Why We Can Be Dogmatically Against Things We Know Nothing About
As philosopher John Locke observed: “New opinions are always suspected, and usually opposed, without any other reason but because they are not already common.”
So, what limits our desire and capacity to take in new ideas, even when we hold an intention to transform and to grow? What are the barriers to changing our minds and behaviors? How can we develop habits that allow us to explore our own biases? How can we learn to recognize our own intolerance of ideas that refute our prevailing beliefs and opinions?
These are tricky questions, but new discoveries in neuroscience, social psychology, and anthropology offer provocative insights into the barriers to transformation. They show us that our views of reality are embedded largely in our unconscious mind. Operating below the threshold of our conscious awareness, our beliefs and assumptions shape our experience, even while we’re busy making other plans.
Research from the Cultural Cognition Project (CCP), a Yale Law School initiative, found, for example, that policy and public perceptions, such as those around climate change or nanotechnology, are shaped by cultural beliefs more than scientific data.
In one experiment, Don Braman and his colleagues at CCP divided people into two cultural values-based groups: “individualistic” and “communitarian.” The research team presented both groups with identical information on nanotechnology, something the participants knew little about. According to Braman, the facts that people were presented with — negative or positive — did not impact their impressions of nanotechnology. Instead, both groups recalled data that supported their preexisting values and rejected information that didn’t; unsurprisingly, we all learn to maintain our existing models of reality.
Another study helps understand why this is so. Kevin Dunbar and Jonathan Fugelsang, researchers from Dartmouth College, have discovered that a resistance to new information may actually be hardwired into our brains. When confronted with dissonant data — that which contradicts what we expect to see — even trained scientists appear to reject contradictory information that goes against their assumptions about how the world works.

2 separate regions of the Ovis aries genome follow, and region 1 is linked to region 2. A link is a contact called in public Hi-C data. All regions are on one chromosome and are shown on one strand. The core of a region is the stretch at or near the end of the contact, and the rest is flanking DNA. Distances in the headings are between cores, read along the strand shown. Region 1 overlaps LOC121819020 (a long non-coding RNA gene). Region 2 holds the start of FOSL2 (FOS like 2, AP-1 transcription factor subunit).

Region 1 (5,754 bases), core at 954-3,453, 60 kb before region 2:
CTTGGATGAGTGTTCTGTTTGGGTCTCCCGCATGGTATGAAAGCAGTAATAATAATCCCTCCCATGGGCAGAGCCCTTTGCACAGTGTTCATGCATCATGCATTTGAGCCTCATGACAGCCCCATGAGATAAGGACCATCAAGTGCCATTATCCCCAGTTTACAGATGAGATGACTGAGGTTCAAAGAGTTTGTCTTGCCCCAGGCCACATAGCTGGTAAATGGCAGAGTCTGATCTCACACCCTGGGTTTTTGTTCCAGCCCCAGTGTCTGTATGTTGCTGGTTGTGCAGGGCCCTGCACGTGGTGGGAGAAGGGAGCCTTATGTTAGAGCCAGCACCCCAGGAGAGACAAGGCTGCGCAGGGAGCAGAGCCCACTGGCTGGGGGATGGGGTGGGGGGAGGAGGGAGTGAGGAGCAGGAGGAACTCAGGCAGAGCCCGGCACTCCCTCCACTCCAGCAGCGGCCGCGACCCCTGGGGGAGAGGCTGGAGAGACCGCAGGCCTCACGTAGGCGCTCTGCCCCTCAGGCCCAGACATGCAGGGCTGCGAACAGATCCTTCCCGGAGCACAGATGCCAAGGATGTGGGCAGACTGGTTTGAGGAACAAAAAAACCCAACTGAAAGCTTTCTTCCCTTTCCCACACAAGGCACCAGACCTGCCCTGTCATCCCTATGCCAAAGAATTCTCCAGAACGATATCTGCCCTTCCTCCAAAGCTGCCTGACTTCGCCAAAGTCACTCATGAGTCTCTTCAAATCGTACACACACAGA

Using the sophisticated brain mapping tools of an fMRI, the scientists discovered that the brain triggers activity in the anterior cingulated cortex (ACC), the section largely associated with the perception of contradictions and errors. This process is important for editing out false information but can also inhibit the ability to retain correct information that goes against a group of scientists’ prevailing scientific assumptions. At the same time, another portion of their brains, called the dorsolateral prefrontal cortex (DLPFC), suppresses unwanted information that doesn’t jibe with the scientists’ preexisting theories. When triggered, this area of the brain can actually cause individuals to delete the contradictory information from their awareness.
This can be a serious problem for scientists who are charged with the discovery of new knowledge about life. It is also a problem for the rest of us who seek to expand our horizons or maintain an open mind. These experiments reveal a truth about human nature: belief blinds us to alternative points of view and can even lead to dogmatic assertions about things we know nothing about. The data calls for humility to question our deepest assumptions. As James Michener remarked: “An age is called dark, not because the light fails to shine but because people refuse to see it.”